In Racing Stripes, Franny said to Tucker that Stripes asked him why would he quit training the racehorses "Ixnay on the other-may. Comprende?" Tucker replies "Just say what you mean, Franny. We haven't spoken Latin since the pigs left."
In a 2014 episode of USA Who Wants to Be A Millionaire, hosted by Terry Crews, contestant Bryan McMullin was asked "Isthay estionquay isay ittenwray inay atwhay anguagelay?" (This question is written in what language?) with the correct response being 'Pig Latin'.
In the movie Short Circuit 2, just before Johnny 5 is attacked, there is a bit of Pig Latin. The sentence was "Etgay Ehindbay Imhay", as Oscar instructs his cohorts to sneak up behind Johnny..
There is a short conversation in Pig Latin in The Mask where the Lieutenant tries to tell his partner that Stanley has a gun, to which his partner replies "Pig Latin, right? Eesay ouya aterlay."
In the children's novel series "Dragon Slayers' Academy" by Kate McMullan, the main protagonist, Wiglaf is fluent in pig Latin as a result of his best friend/pet pig, Daisy, speaking in it after the wizard, Zelnoc, granted the pig the ability of speech due to Wiglaf's wish. However, the spell went wrong and the pig could only speak Pig Latin rather than regular English.
In other languages
In the German-speaking area, varieties of Pig Latin include Kedelkloppersprook that originated around Hamburg harbour and Mattenenglisch that was used in the Matte, the traditional working-class neighborhood of Berne. Though Mattenenglisch has fallen out of use since the mid-20th century, it is still cultivated by voluntary associations. A characteristic of the Mattenenglisch Pig Latin is the complete substitution of the first vowel by i, in addition to the usual moving of the initial consonant cluster and the adding of ee.
French has the loucherbem (or louchébem, aka largonji) coded language, which supposedly was originally used by butchers (boucher in French). In loucherbem, the leading consonant cluster is moved to the end of the word (as in Pig Latin) and replaced by an l, and then a suffix is added at the end of the word (-oche, -em, -oque, etc., depending on the word). Example: combien (how much) = lombienquès. Similar coded languages are verlan and langue de feu. A few louchébem words have become usual French words: fou (crazy) = loufoque, portefeuille (wallet) = larfeuille, en douce (on the quiet) = en loucedé.
Another equivalent of Pig Latin is used throughout Balkan. It is called "Šatra" (/sha-tra/)or "Šatrovački" (/shatro-vachki/) and was used in crime-related and street language. For instance, marihuana (trava) turns to "vutra", Balkan slang name for cocaine (belo - meaning "white") turns to lobe, a pistol (pištolj) turns to štoljpi, bro (brate) turns to tebra. In the past few years it has become widely used between teenage immigrants in former Yugoslavian countries.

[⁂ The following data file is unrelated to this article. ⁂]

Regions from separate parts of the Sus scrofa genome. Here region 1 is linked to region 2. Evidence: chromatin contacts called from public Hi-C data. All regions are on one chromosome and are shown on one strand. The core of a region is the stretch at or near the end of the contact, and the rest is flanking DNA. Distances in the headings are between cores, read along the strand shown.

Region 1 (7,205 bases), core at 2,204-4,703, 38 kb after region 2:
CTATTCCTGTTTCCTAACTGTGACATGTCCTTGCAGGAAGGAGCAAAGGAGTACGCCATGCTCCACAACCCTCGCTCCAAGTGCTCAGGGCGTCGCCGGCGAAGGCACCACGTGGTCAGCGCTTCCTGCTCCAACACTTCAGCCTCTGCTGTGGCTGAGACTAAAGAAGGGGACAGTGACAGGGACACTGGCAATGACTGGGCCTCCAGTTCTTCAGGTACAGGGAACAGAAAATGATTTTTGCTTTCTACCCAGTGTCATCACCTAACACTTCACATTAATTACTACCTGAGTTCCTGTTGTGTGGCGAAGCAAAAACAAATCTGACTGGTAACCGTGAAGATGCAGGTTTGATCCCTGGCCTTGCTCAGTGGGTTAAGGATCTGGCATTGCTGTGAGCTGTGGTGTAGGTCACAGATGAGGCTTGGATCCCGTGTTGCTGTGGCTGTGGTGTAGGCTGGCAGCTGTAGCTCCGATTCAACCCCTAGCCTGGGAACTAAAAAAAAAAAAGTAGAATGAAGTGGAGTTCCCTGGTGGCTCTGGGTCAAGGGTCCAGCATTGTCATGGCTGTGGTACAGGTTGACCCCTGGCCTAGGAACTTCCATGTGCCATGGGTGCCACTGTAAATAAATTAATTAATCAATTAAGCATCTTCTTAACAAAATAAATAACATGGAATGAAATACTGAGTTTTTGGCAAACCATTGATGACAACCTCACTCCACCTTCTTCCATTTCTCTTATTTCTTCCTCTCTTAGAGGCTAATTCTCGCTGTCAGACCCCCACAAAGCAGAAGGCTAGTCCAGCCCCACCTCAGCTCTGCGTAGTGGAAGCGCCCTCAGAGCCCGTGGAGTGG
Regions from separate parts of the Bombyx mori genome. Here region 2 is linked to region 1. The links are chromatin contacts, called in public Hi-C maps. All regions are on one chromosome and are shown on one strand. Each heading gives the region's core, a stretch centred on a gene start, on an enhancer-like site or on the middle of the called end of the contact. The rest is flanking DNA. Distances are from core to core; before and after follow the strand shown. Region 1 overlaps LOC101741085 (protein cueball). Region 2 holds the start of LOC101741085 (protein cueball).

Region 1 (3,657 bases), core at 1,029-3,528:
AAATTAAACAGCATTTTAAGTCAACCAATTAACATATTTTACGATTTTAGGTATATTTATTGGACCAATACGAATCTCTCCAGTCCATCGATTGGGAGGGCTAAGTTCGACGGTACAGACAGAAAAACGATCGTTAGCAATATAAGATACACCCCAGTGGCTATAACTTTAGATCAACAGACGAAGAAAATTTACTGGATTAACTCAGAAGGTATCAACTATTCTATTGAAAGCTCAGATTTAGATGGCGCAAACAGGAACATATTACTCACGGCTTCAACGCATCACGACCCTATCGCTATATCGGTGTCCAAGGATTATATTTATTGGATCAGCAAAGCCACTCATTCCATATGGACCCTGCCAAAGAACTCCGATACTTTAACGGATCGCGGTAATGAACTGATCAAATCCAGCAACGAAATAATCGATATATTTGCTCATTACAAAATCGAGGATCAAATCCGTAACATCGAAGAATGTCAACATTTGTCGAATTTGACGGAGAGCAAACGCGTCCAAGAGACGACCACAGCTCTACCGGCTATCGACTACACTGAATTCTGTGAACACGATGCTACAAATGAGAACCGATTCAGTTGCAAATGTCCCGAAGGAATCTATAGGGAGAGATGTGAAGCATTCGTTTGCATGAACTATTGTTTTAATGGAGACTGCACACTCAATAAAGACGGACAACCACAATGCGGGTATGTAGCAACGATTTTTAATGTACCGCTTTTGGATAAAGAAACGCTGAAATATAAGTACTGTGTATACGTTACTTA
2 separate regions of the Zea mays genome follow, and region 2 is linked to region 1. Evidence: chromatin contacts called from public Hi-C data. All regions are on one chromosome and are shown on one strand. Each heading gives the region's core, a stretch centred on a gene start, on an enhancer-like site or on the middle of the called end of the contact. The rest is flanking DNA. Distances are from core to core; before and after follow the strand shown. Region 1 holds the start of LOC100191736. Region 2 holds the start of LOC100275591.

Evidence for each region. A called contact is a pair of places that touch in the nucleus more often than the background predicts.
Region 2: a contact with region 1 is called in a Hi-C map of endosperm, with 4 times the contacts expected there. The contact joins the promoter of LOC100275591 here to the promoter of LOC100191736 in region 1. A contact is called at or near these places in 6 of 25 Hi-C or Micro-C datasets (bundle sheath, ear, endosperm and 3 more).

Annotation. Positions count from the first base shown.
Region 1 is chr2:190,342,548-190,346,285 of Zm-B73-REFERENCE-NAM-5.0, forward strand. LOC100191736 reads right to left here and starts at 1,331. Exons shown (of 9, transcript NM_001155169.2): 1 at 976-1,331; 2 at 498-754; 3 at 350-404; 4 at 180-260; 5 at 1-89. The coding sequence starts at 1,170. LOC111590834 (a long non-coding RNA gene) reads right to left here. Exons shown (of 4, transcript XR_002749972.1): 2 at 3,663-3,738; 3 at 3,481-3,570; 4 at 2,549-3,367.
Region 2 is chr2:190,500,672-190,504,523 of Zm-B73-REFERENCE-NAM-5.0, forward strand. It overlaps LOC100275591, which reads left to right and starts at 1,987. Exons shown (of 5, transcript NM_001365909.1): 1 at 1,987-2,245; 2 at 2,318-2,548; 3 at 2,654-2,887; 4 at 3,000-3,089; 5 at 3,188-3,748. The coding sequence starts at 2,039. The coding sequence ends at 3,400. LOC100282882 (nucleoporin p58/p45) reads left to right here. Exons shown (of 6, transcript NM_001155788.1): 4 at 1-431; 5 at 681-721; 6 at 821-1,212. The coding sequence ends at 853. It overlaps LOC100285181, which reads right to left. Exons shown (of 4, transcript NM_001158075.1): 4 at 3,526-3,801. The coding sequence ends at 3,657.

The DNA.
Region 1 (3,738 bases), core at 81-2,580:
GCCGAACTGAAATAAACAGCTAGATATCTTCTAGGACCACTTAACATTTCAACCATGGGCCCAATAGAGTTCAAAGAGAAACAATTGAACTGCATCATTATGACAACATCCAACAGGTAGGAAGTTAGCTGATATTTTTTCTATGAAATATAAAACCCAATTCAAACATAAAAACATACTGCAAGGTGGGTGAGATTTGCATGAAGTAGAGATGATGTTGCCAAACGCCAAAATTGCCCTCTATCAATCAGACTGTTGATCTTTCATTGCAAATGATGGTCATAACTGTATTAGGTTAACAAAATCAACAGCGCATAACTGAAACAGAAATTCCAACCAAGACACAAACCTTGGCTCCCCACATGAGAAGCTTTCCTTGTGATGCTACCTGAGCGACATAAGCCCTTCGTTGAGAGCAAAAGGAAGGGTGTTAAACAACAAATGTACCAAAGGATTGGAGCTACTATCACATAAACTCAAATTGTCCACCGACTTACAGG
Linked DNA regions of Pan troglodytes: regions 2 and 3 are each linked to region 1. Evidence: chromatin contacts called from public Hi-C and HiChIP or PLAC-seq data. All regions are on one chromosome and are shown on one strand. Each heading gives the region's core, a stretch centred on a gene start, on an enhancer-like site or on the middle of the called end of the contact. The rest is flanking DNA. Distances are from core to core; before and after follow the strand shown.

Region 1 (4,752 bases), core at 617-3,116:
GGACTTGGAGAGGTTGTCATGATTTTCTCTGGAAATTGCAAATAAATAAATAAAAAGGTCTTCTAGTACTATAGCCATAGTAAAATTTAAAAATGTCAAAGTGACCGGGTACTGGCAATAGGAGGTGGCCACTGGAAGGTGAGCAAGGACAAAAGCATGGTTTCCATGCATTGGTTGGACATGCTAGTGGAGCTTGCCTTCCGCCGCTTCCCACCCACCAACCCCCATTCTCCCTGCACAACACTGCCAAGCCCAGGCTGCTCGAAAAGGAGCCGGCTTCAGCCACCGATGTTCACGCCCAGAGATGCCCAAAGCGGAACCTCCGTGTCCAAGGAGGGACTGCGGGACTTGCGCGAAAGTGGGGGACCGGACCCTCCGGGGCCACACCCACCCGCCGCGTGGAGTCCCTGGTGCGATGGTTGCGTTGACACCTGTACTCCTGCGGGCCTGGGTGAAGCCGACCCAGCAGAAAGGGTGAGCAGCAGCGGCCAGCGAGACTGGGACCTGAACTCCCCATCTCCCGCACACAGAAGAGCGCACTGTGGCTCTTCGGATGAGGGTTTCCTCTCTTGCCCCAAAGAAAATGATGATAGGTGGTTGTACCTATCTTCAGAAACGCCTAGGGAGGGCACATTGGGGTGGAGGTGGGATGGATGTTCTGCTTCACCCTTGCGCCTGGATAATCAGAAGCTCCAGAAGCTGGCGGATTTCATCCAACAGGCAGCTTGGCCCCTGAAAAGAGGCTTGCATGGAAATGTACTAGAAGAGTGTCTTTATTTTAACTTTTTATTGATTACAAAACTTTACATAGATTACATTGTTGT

In computer games
- Hailman, John R. (2006). Thomas Jefferson on Wine. University Press of Mississippi. p. 12.
- "Pig Latin - Google". Google, Inc. Retrieved 5 May 2013.
- "LARGONJI : Définition de LARGONJI". Cnrtl.fr. Retrieved 2014-03-10.
- Françoise Robert l'Argenton. "Larlépem largomuche du louchébem. Parler l'argot du boucher" (in français). 90 n° 1. Parlures argotiques. pp. 113–125. Retrieved 2014-03-10.
- "TDF Gamedata Data". Units.tauniverse.com. 1997-07-14. Retrieved 2014-03-10.
- "Raymanian - RayWiki, the Rayman wiki". Raymanpc.com. 2014-03-01. Retrieved 2014-03-10.
- Barlow, Jessica. 2001. "Individual differences in the production of initial consonant sequences in Pig Latin." Lingua 111:667-696.
- Cowan, Nelson. 1989. "Acquisition of Pig Latin: A Case Study." Journal of Child Language 16.2:365-386.
- Day, R. 1973. "On learning 'secret languages.'" Haskins Laboratories Status Report on Speech Research 34:141-150.
- Haycock, Arthur. "Pig Latin." American Speech 8:3.81.
- McCarthy, John. 1991. "Reduplicative Infixation in Secret Languages" [L'Infixation reduplicative dans les langages secrets]. Langages 25.101:11-29.
- Vaux, Bert and Andrew Nevins. 2003. "Underdetermination in language games: Survey and analysis of Pig Latin dialects." Linguistic Society of America Annual Meeting, Atlanta.